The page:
Inspiring Educators: Weekly Roundup 10/07/19

The new school year is now in full swing, and maybe it doesn’t feel so ‘new’ anymore. As things get hectic, what inspires you in the classroom? This week we’ve rounded up some stories of teachers and administrators who inspire their students in their own ways — by remembering their heritage, believing in their power to overcome, and setting them as the motivation for change. We hope you are inspired by these educators, and let us know who inspires you!

The first story is really a series of stories, that could take up this entire roundup all on its own. At an awards ceremony in British Columbia, 10 teachers were recognized for their inspiring work in the classroom. One elementary and secondary teacher was awarded for being a “game-changer” who weaved mental health into her classes and showed particular attentiveness “to students’ social-emotional as well as physical health.” Another teacher was recognized for helping students create connections outside the classroom, having “created educational opportunities for his students at both local and global levels.” Read more to learn about all 10!

Oregon’s 2020 Teacher of the Year is special education teacher Mercedes Muñoz, a teacher who really makes the effort to connect to her students and look to a brighter future. Her belief is that education can be the biggest element in changing her students’ lives. Says school Principal Chris Frazier, “She leads with her heart. She loves her students. And her students recognize that.” She truly cares about them and wants to be an “anchor” in their lives, to help them prove to themselves they can make it. Watch as Muñoz expresses her convictions in this brief video interview.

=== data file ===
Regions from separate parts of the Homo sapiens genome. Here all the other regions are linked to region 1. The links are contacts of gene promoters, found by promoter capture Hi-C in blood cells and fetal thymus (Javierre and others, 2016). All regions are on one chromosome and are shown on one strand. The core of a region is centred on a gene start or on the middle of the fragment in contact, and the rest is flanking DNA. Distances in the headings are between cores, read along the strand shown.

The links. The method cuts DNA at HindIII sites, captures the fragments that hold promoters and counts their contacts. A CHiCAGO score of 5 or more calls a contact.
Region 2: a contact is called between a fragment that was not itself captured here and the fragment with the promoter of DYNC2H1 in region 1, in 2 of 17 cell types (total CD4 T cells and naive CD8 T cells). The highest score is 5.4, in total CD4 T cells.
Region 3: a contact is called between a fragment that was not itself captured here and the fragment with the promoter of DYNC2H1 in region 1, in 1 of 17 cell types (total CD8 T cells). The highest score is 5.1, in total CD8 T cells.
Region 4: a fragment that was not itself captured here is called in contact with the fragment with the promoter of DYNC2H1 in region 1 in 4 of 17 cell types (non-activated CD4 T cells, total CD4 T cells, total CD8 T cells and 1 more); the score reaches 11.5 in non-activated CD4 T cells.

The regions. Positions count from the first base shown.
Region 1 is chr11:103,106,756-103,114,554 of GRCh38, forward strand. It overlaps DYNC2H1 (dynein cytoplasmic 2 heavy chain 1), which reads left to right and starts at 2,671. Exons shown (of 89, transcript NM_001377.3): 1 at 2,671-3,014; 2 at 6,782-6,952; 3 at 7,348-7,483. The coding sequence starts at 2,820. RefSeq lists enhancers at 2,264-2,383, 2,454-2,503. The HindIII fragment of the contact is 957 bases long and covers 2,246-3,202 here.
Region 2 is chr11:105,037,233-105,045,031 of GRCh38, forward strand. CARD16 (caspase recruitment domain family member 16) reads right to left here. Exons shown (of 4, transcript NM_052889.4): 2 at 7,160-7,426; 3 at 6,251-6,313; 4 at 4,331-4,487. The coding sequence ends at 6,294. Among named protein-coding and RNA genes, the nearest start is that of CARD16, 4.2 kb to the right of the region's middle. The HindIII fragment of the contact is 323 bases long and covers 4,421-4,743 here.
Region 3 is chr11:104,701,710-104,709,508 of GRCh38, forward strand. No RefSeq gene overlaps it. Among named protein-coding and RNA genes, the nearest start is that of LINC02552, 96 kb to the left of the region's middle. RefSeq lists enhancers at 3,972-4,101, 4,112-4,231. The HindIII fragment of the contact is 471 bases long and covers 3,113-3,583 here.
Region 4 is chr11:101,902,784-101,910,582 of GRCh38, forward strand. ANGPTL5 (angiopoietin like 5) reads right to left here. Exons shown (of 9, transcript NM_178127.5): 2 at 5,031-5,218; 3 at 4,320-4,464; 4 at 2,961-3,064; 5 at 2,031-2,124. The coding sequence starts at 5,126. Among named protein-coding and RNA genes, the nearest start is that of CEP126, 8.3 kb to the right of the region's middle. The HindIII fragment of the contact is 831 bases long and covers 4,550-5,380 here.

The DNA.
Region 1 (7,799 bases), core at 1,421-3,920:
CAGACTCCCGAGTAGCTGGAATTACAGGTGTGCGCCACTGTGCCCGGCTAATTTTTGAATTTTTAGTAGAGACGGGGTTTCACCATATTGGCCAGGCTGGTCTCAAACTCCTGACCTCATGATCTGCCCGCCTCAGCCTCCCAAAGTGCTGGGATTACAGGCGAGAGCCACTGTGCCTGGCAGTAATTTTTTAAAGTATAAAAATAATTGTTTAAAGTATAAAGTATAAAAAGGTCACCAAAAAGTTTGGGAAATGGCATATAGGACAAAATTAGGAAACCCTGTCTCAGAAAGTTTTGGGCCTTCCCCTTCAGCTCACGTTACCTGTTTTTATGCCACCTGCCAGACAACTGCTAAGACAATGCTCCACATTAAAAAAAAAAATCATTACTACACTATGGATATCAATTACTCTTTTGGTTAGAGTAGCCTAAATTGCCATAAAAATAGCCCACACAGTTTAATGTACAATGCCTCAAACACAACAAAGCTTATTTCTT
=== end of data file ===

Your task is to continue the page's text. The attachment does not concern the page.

Isabel Lozano, Principal at Kendrick Elementary School in Waco, Texas, never thought she would end up where she is today. Lozano’s parents migrated to Texas from Mexico, and she grew up in San Antonio. After high school graduation, she never thought she would go to college. It wasn’t until the bilingual program director, for which she was then a secretary, Yolanda Lopez, encouraged her. Now, with years of hard work, Lozano is a role model for her students, and seeks to keep her heritage alive primarily by speaking to them in Spanish. She says, “I think speaking the language is important because if you lose the language you lose everything.” Check out Lozano’s story, and read more about how she inspires her students. 

One year ago, Principal Reginald Bush began working at Kashmere High School in Houston, Texas. The school was struggling academically and was failing Texas’ state accountability standards. This year, things are looking much different. The school went from an F to a C in state accountability ratings (that’s a jump of 26 points on the scale) and their overall culture has improved by getting to know the students and giving teachers ongoing support. Read more about his approach, what made it work, and what the results have been.

Ashley Mauger
Author: Ashley Mauger